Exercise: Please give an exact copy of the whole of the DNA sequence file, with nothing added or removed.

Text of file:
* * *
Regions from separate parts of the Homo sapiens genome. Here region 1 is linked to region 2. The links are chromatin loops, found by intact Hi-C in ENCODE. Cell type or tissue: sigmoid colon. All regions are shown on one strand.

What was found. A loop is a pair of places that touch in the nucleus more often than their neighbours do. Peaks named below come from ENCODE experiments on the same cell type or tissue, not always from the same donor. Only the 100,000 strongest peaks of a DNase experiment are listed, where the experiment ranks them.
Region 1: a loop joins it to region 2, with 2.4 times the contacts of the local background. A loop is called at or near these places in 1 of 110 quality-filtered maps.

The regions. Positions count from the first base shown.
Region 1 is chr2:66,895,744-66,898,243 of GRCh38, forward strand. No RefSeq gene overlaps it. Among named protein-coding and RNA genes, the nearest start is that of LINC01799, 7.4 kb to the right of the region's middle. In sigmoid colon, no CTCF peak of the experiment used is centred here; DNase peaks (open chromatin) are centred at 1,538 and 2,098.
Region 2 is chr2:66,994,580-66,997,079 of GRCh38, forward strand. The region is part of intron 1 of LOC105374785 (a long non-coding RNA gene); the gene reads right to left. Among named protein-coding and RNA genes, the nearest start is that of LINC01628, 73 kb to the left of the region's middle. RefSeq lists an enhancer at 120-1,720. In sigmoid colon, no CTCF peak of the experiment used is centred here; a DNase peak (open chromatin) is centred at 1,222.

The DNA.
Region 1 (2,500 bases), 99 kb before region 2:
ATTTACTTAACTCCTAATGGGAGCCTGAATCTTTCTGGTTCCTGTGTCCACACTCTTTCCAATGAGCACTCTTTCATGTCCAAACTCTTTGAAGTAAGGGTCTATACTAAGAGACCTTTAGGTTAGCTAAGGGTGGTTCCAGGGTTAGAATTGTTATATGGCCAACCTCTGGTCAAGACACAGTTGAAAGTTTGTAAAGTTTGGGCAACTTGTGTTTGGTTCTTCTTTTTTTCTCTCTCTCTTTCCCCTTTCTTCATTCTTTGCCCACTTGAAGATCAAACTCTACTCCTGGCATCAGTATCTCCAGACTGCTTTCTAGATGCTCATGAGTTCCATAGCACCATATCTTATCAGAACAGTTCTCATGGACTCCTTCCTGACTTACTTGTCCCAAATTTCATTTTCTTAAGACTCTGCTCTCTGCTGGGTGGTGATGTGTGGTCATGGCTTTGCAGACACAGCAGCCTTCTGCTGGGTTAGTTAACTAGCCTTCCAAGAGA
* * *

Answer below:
Regions from separate parts of the Homo sapiens genome. Here region 1 is linked to region 2. The links are chromatin loops, found by intact Hi-C in ENCODE. Cell type or tissue: sigmoid colon. All regions are shown on one strand.

What was found. A loop is a pair of places that touch in the nucleus more often than their neighbours do. Peaks named below come from ENCODE experiments on the same cell type or tissue, not always from the same donor. Only the 100,000 strongest peaks of a DNase experiment are listed, where the experiment ranks them.
Region 1: a loop joins it to region 2, with 2.4 times the contacts of the local background. A loop is called at or near these places in 1 of 110 quality-filtered maps.

The regions. Positions count from the first base shown.
Region 1 is chr2:66,895,744-66,898,243 of GRCh38, forward strand. No RefSeq gene overlaps it. Among named protein-coding and RNA genes, the nearest start is that of LINC01799, 7.4 kb to the right of the region's middle. In sigmoid colon, no CTCF peak of the experiment used is centred here; DNase peaks (open chromatin) are centred at 1,538 and 2,098.
Region 2 is chr2:66,994,580-66,997,079 of GRCh38, forward strand. The region is part of intron 1 of LOC105374785 (a long non-coding RNA gene); the gene reads right to left. Among named protein-coding and RNA genes, the nearest start is that of LINC01628, 73 kb to the left of the region's middle. RefSeq lists an enhancer at 120-1,720. In sigmoid colon, no CTCF peak of the experiment used is centred here; a DNase peak (open chromatin) is centred at 1,222.

The DNA.
Region 1 (2,500 bases), 99 kb before region 2:
ATTTACTTAACTCCTAATGGGAGCCTGAATCTTTCTGGTTCCTGTGTCCACACTCTTTCCAATGAGCACTCTTTCATGTCCAAACTCTTTGAAGTAAGGGTCTATACTAAGAGACCTTTAGGTTAGCTAAGGGTGGTTCCAGGGTTAGAATTGTTATATGGCCAACCTCTGGTCAAGACACAGTTGAAAGTTTGTAAAGTTTGGGCAACTTGTGTTTGGTTCTTCTTTTTTTCTCTCTCTCTTTCCCCTTTCTTCATTCTTTGCCCACTTGAAGATCAAACTCTACTCCTGGCATCAGTATCTCCAGACTGCTTTCTAGATGCTCATGAGTTCCATAGCACCATATCTTATCAGAACAGTTCTCATGGACTCCTTCCTGACTTACTTGTCCCAAATTTCATTTTCTTAAGACTCTGCTCTCTGCTGGGTGGTGATGTGTGGTCATGGCTTTGCAGACACAGCAGCCTTCTGCTGGGTTAGTTAACTAGCCTTCCAAGAGA